There are few people more naturally adept at making full use of this fact than Web developers. Online and cloud-based tools such as Skype, Google Docs, GitHub and countless more make it possible to do everything that is necessary for a development engagement remotely — be it engaging in live, face-to-face conversation; drawing up paperwork; reviewing deliverables; or launching the product. Remote work has skyrocketed in the last decade and is now well past the proving stage, with all kinds of companies (including Toptal, Automattic, and GitHub, to name a few) finding great success working with developers who are thousands of miles away.
In the pioneering days of remote online work, both the client and the developer had to take on significant risk in working with someone they could not physically meet or hold accountable, but the industry adapted and solutions to the potential pitfalls evolved. Today, companies exist like the aforementioned Toptal that offer a curated network of elite developers, employing a thorough screening process to ensure ability and accountability.
Even if you live in a mega-metropolis with 15 million people, simply focusing locally immediately eliminates over 99% of the global population from consideration. As former GitHub CEO Tom Preston-Werner famously put it, “Companies that aren’t distributed can’t possibly say that they hire the best people. The world is a big place.”
Silicon Valley hype machine
“But there are no good developers in, like, Africa.”
This is flat-out incorrect. It’s easy to get fooled into thinking all the good developers who can build real apps live in California, or, at least, in Western urban centers. But that’s an illusion.
Yes, Silicon Valley is the premier powerhouse of technological innovation globally, spawning revolutionary changes with ever-increasing frequency. But, more to the point, it’s where all the money is. Around this rarified concentration of uniquely talented and enterprising individuals swirls a vast vortex of liquid capital.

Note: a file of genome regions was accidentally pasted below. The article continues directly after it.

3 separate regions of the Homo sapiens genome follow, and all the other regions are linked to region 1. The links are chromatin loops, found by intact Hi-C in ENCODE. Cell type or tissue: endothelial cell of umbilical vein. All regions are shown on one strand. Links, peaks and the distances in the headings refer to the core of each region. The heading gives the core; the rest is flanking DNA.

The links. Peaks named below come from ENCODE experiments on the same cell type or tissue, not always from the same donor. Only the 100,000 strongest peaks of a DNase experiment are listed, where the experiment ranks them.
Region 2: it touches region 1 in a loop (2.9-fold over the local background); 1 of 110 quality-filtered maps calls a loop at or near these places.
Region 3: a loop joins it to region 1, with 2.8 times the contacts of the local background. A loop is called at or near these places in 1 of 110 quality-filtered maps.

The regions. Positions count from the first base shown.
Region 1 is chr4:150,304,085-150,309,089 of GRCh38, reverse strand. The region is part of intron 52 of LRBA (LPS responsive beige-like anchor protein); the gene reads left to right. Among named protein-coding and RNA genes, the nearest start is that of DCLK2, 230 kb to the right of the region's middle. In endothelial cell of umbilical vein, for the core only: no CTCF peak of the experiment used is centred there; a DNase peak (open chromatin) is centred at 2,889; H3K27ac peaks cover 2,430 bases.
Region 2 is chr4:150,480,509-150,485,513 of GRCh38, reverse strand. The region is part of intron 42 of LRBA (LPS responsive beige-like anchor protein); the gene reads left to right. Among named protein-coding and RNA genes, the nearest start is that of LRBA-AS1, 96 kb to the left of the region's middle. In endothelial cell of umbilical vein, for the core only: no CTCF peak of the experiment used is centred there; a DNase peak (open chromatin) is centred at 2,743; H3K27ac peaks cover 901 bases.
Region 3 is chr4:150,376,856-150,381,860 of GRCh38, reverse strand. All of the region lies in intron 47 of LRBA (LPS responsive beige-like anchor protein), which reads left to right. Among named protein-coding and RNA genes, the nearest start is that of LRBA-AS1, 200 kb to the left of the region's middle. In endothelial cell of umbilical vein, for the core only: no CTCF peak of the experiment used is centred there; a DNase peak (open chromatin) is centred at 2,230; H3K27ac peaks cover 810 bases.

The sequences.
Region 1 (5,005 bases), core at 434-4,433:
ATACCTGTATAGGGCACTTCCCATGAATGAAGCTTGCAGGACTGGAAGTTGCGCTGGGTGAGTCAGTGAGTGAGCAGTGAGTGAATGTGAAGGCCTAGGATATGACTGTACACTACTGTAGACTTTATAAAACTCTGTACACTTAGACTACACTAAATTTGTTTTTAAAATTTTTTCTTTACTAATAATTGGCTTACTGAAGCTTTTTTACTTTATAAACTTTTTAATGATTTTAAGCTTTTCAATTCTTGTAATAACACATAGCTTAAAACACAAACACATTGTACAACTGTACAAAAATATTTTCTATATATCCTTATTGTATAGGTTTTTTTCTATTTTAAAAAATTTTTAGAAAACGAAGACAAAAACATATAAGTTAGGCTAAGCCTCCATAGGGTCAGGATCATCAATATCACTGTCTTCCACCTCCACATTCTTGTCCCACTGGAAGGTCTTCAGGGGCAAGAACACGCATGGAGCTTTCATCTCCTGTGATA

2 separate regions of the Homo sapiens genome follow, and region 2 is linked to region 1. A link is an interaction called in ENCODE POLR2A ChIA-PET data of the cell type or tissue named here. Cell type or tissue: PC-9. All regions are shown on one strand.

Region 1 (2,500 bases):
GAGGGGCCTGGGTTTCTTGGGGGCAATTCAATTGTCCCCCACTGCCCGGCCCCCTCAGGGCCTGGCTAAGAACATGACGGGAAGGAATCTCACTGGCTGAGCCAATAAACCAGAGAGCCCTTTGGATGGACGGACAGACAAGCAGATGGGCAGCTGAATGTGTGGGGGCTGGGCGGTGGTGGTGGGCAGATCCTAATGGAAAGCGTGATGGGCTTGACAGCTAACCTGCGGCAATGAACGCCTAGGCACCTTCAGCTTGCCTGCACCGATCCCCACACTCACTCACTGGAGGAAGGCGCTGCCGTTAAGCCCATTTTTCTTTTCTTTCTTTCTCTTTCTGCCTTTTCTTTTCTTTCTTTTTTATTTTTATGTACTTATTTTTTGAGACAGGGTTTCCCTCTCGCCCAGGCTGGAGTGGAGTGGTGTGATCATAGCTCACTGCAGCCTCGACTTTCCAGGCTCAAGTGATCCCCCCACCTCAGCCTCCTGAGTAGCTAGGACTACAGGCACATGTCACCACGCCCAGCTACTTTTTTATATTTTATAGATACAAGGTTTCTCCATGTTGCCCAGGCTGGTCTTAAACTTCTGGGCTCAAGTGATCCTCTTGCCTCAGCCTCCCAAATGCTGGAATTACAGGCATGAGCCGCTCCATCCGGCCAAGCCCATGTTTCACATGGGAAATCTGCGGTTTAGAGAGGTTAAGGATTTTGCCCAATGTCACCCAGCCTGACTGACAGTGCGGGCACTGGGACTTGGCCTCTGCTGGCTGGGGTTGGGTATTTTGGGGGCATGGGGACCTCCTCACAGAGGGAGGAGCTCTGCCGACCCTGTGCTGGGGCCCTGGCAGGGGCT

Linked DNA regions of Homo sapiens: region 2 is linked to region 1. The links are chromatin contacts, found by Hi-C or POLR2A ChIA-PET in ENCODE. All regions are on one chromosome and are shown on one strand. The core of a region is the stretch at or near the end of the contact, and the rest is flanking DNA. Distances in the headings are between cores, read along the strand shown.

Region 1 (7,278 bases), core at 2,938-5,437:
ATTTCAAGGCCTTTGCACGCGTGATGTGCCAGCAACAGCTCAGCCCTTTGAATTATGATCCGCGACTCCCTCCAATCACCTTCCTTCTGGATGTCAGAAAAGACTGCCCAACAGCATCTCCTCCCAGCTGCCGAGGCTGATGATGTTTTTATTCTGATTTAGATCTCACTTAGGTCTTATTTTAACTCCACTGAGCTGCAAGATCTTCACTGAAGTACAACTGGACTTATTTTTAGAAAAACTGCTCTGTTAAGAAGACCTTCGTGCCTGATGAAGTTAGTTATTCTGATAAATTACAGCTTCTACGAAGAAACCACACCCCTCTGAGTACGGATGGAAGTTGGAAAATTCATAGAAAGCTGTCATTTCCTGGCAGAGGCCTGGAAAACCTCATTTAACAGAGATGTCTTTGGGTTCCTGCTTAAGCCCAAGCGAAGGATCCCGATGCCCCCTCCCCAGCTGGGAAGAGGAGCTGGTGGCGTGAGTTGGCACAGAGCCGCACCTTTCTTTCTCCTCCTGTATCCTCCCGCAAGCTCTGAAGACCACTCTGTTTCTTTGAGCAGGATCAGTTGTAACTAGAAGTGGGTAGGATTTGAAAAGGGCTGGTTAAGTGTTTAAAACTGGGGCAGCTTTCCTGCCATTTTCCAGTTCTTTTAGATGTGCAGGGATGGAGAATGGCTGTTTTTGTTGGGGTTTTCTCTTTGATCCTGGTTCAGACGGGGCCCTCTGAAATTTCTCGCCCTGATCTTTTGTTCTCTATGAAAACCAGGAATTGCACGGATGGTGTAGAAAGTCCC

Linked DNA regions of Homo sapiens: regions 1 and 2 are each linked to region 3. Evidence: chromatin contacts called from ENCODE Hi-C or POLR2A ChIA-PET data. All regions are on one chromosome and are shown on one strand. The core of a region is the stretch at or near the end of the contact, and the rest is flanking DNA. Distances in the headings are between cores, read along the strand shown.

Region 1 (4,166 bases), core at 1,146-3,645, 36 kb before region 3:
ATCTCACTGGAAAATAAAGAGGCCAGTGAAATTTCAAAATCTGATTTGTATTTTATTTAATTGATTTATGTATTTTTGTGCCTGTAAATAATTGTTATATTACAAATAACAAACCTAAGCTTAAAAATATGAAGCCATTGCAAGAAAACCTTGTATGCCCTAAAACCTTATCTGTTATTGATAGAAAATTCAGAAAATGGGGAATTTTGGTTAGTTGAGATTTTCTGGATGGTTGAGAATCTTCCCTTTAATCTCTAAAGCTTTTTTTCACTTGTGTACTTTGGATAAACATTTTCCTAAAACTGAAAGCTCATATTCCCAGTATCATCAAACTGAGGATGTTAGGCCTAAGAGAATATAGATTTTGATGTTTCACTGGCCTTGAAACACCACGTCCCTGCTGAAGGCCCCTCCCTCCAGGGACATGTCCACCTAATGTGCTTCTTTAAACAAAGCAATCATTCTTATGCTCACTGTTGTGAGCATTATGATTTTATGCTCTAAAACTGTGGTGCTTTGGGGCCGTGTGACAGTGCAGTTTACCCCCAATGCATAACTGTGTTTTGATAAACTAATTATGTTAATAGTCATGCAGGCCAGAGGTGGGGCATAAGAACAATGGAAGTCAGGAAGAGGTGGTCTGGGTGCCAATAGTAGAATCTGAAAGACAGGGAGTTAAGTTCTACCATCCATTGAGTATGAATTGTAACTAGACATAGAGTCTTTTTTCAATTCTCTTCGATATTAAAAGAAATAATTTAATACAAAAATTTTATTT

As a result, the Valley has become a caricature of itself. Silicon Valley developers are some of the most expensive in the world, and they have to be, because they live in one of the most expensive regions in America, where developers earning six-figure salaries find themselves struggling to pay rent.
There are countless excellent developers on earth who take no part in the Valley hype machine and way of life, either by circumstance or by choice. Some do not have the socioeconomic means to move to a big Western city, and still more simply have no interest in doing so. But they do have the Internet, and are happy to write great code for you.
Don’t underestimate a smart person with a computer. Developers diffuse knowledge like nobody’s business on forums and chat rooms and blogs, and the internet is a vast equalizer where borders are passé. These men and women work hard every day to deliver top-quality software to satisfied customers.
Finding a good Web developer is not a rocket science. There is burden on you to know what you want and to be able to pay for it. However, once you’ve got your act together, it’s just a matter of looking in the right place, and there is no greater pool than the online community of proven, professional remote developers.
Josh Althuser is an open software advocate, Web architect and tech entrepreneur. Over the past 12 years, he has spent most of his time advocating for open-source software and managing teams and projects, as well as providing enterprise-level consultancy for Web applications and helping bring their products to the market. You may connect with him on Twitter.